other professional, Black men in the campus community. The curriculum includes a combination of book and article excerpts, films and other pop culture media to encourage meaningful exploration of issues of masculinity and manhood, centered around the question of "what does it mean to be a Black man?" Learning outcomes are for each student to: (1) understand social influences on the construction of manhood and masculinity among African-American men; and (2) understand contemporary issues facing African-American men. Each participant is provided an experience binder which includes a syllabus, assigned readings, pages for note-taking and space to keep a journal to reflect on the experience. Participants are expected to commit to the full, nine-week experience.
M4 does not discriminate on the basis of religion, ability, sexual orientation or gender expression. Curriculum M4 is designed to encourage increased awareness of issues related to Black men, personal reflection on one’s perception of masculinity and manhood, and critical thinking about one’s social positioning. During week one, facilitators provide an overview of what is to be expected of the experience, introduce key issues to be explored, and pose the question: “What Does it Mean to Be a Black Man?” Participants develop both their own and a group description of the “Ideal Man.” During week two, facilitators host a conversation about career aspirations and planning. Week three focuses on romantic relationships and male privilege. Participants spend time outlining the ways that they are afforded privilege in relation to women, the ways that heterosexual men enjoy privileges not afforded to homosexual or bisexual men, and the impacts that these have on romantic relationship development. Week four marks a shift, where participants move from focusing on individual social positioning to institutional issues affecting Black men on a macro level. Conversation ranges from overrepresentation in prisons and underrepresentation in colleges, homophobia and both physical and mental violence against gay men, and statistics on other phenomena related to Black men. (Continued on Page 18) Page 12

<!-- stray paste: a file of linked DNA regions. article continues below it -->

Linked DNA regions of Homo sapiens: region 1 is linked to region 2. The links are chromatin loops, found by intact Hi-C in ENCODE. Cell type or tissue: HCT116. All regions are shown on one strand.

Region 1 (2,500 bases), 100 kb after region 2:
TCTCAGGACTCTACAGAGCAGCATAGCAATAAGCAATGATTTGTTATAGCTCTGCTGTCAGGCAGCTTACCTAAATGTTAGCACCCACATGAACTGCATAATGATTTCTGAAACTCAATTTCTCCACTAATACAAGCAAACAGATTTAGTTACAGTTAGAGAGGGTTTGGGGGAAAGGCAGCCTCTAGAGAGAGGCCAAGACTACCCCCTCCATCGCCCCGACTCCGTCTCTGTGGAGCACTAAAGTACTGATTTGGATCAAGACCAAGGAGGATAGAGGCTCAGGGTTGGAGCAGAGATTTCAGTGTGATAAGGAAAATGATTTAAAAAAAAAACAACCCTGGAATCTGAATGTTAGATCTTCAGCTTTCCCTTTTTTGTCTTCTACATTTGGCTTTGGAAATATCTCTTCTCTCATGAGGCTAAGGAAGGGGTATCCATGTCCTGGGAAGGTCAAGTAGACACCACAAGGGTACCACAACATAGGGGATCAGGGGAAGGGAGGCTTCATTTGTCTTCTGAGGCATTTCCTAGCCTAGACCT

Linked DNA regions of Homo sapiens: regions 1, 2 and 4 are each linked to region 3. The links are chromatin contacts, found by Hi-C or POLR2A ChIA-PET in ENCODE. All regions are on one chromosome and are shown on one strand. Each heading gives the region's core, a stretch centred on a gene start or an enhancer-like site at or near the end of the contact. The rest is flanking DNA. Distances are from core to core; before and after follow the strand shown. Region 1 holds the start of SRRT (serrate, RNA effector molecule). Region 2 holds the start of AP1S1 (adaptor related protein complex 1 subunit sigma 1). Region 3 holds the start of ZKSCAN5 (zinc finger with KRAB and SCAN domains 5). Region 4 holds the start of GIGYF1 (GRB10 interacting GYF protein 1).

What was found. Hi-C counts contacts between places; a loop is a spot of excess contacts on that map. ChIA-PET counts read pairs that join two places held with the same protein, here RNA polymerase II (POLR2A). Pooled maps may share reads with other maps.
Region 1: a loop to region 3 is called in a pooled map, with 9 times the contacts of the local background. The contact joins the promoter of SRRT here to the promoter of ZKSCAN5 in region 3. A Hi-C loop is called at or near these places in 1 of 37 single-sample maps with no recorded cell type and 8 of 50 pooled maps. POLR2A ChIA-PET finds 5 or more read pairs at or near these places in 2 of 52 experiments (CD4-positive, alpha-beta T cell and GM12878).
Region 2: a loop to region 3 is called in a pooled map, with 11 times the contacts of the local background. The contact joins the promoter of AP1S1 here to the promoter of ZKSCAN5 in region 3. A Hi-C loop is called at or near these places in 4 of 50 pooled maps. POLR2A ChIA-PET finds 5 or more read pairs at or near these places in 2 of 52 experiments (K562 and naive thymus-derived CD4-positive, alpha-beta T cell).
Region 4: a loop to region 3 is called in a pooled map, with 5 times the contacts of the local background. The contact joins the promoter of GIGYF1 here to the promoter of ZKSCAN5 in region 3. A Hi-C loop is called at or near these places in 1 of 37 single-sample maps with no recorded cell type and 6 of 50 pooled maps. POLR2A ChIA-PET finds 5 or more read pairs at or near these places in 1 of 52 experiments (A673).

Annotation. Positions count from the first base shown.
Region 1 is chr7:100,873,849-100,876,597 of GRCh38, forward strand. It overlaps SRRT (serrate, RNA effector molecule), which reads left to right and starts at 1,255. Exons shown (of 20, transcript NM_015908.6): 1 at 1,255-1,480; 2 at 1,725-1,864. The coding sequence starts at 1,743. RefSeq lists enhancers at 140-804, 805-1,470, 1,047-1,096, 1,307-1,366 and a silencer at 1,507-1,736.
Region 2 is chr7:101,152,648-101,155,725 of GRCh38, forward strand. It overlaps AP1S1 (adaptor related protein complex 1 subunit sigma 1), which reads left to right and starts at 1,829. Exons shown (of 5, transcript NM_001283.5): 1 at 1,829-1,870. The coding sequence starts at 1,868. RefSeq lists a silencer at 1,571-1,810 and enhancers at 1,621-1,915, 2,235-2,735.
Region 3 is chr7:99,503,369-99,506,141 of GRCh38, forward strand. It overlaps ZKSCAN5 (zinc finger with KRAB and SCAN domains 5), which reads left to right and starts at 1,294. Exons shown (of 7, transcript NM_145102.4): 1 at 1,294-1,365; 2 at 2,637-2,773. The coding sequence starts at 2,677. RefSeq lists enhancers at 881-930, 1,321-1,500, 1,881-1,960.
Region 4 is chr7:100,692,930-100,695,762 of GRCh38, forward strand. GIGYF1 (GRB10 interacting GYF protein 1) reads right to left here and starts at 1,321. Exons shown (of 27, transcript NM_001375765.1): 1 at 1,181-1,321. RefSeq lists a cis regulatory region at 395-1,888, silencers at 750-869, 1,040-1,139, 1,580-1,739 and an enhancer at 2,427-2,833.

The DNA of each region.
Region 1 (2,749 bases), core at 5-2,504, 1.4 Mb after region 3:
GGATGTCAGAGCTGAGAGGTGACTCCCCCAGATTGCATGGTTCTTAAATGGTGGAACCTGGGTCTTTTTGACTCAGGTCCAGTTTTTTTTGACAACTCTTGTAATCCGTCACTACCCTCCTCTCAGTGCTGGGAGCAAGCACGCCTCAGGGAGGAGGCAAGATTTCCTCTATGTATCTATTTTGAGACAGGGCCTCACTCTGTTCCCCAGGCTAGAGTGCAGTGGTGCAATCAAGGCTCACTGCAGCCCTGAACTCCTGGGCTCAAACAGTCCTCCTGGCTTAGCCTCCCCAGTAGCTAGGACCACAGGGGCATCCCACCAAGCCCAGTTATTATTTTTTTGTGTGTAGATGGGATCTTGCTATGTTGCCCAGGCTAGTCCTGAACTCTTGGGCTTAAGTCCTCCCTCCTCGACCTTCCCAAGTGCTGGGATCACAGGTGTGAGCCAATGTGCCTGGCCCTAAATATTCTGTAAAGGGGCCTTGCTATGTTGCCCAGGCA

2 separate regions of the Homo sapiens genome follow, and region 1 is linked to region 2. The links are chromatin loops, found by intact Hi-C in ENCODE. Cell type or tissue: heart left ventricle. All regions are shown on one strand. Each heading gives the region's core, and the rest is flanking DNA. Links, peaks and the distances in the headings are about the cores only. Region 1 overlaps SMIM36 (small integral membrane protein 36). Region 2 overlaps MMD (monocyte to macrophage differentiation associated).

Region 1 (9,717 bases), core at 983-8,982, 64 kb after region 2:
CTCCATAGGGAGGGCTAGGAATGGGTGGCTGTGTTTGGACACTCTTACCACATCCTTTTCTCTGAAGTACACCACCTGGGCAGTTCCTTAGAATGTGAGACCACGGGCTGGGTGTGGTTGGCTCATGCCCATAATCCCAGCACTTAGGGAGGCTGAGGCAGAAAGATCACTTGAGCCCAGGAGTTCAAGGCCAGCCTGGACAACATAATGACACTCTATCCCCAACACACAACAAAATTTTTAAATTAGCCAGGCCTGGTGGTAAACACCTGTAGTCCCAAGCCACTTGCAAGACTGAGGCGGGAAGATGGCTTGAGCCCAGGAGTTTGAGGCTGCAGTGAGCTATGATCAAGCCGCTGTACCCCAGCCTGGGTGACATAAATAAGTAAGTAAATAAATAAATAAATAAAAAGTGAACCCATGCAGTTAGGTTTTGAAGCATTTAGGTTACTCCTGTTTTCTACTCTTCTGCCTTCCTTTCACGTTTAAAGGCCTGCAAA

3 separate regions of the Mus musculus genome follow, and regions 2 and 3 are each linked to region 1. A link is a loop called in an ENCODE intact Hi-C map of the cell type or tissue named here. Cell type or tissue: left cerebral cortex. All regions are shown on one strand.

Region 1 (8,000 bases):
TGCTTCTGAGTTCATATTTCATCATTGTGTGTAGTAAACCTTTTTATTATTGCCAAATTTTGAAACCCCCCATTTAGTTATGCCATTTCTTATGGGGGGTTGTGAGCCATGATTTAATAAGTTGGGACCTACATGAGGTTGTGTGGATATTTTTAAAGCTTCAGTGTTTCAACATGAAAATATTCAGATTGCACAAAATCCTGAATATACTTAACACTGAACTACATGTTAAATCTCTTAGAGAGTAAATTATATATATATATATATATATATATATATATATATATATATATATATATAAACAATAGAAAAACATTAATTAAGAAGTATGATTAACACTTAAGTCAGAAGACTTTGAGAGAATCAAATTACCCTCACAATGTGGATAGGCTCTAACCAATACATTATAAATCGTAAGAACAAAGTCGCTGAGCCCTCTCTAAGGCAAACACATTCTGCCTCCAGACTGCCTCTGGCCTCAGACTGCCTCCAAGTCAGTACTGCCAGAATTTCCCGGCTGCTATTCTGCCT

MASCULINITY, DISCOMFORT, AND LIBERATION: USING FILM TO GUIDE DISCUSSION Movies provide educators with the opportunities to demonstrate behavior and highlight issues that are both current and seemingly ancient. Issues of racism, sexism, homophobia, and the like are often brought to life on the big screen, where injustice is acted out, wrongs are made right, and the viewer ultimately has the chance to ‘stand in another’s shoes”, if just for an hour or two. The film 12 Angry Men (Lumet, Donovan, and Rose, 1957; Friedkin & Donnelly, 1997) uses a courtroom and a case involving a young Hispanic male accused of murdering his father as a setting for an intense drama. In the original 1957 film, Henry Fonda serves as the man to initially stand alone in a sea of doubt. His doubt leads to intense discussions, and as he explains his perspective over and over, more jurors begin to change their minds. How often do we engage men in such dialogue of perspective? How well are we, as student affairs practitioners, equipped to deal with the dialogue? Of course, thankfully we are not deciding fate of a young man, but the value of this intense dialogue is immense. This article focuses on the importance of embracing the discomfort in engaging men in dialogues about race, sex, gender, homophobia, and masculinity.